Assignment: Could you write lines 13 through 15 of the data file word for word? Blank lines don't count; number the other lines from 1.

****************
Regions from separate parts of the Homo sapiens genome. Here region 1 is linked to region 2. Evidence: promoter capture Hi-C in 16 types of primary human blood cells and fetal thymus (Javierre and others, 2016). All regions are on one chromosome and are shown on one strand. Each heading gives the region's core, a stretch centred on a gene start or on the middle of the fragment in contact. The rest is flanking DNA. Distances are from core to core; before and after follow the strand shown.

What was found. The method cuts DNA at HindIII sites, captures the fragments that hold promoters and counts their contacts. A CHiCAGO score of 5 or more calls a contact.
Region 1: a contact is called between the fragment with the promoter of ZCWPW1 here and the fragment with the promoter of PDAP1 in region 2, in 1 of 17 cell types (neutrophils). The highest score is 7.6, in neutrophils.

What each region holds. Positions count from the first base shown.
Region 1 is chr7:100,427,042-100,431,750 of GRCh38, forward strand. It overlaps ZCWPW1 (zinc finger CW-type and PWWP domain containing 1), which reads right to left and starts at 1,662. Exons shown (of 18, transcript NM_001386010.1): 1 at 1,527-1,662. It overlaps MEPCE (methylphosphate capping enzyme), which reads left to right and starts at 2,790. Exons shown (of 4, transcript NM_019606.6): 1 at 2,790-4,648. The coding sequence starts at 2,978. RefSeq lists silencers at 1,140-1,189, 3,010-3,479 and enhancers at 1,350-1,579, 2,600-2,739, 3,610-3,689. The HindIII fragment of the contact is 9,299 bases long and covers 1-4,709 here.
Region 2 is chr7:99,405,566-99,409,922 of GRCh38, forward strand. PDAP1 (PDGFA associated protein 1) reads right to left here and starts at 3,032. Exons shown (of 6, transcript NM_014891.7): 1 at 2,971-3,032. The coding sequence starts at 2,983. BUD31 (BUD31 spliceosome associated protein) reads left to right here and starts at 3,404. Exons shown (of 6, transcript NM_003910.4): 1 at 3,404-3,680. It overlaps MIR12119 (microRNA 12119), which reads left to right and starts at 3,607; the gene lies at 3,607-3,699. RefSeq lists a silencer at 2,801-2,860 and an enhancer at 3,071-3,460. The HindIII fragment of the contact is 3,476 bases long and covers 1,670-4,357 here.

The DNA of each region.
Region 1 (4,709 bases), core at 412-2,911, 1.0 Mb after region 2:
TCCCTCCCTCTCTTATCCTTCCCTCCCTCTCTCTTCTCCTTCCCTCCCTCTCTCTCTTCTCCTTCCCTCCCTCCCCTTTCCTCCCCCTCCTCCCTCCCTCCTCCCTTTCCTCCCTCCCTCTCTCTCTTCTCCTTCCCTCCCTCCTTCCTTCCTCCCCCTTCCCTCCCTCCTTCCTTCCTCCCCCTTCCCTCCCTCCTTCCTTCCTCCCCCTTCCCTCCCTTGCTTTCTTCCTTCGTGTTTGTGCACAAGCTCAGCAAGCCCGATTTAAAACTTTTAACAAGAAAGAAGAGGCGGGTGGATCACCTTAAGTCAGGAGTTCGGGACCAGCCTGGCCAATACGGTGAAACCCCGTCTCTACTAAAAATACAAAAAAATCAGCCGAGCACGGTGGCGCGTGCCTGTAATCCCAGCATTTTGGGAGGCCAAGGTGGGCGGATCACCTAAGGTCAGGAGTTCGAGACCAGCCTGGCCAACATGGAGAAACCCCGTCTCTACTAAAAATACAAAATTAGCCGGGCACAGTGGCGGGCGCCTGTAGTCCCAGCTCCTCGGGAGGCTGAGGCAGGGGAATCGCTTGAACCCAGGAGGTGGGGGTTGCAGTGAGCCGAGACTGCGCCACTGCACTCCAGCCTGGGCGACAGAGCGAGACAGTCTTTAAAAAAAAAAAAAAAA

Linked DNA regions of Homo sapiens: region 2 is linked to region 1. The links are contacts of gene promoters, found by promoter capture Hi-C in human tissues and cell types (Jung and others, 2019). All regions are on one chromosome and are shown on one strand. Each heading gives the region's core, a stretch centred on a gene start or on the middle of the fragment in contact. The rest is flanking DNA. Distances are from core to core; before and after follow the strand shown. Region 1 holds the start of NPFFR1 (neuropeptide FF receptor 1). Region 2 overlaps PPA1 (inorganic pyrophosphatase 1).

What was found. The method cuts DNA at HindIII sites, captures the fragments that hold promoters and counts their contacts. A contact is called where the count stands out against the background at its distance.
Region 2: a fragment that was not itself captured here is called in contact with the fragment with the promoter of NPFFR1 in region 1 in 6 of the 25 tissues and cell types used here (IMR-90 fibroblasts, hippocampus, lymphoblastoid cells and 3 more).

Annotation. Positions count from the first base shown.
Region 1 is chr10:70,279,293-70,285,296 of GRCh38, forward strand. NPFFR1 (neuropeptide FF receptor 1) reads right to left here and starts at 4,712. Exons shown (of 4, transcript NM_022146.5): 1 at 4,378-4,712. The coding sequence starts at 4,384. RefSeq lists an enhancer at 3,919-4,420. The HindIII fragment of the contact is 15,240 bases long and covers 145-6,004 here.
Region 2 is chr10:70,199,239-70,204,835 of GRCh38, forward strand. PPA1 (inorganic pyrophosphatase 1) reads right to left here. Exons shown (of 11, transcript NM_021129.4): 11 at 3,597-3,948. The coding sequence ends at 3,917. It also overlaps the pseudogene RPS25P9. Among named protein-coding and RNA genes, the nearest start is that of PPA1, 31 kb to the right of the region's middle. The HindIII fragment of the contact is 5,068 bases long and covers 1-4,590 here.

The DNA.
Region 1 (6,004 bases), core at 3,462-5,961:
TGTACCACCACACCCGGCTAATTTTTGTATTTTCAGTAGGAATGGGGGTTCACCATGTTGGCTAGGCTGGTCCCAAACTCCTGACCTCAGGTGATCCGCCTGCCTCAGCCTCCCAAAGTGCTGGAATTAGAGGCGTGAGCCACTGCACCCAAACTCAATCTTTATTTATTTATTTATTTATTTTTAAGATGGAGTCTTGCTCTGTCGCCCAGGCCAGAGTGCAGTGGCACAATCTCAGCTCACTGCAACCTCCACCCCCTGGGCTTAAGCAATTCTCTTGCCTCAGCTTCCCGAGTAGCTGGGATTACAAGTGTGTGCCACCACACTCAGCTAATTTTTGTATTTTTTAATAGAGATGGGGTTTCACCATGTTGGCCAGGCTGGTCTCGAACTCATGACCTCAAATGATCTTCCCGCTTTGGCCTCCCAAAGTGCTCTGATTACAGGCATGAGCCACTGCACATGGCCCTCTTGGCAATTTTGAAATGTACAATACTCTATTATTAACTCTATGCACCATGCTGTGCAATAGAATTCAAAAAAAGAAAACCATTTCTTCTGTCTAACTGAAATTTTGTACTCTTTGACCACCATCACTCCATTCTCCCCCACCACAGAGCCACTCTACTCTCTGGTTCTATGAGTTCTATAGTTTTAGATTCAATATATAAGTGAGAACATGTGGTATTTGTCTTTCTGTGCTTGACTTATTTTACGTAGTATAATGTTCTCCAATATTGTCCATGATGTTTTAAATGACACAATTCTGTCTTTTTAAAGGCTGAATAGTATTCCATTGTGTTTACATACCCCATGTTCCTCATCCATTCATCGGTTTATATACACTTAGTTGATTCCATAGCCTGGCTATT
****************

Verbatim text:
Annotation. Positions count from the first base shown.
Region 1 is chr10:70,279,293-70,285,296 of GRCh38, forward strand. NPFFR1 (neuropeptide FF receptor 1) reads right to left here and starts at 4,712. Exons shown (of 4, transcript NM_022146.5): 1 at 4,378-4,712. The coding sequence starts at 4,384. RefSeq lists an enhancer at 3,919-4,420. The HindIII fragment of the contact is 15,240 bases long and covers 145-6,004 here.
Region 2 is chr10:70,199,239-70,204,835 of GRCh38, forward strand. PPA1 (inorganic pyrophosphatase 1) reads right to left here. Exons shown (of 11, transcript NM_021129.4): 11 at 3,597-3,948. The coding sequence ends at 3,917. It also overlaps the pseudogene RPS25P9. Among named protein-coding and RNA genes, the nearest start is that of PPA1, 31 kb to the right of the region's middle. The HindIII fragment of the contact is 5,068 bases long and covers 1-4,590 here.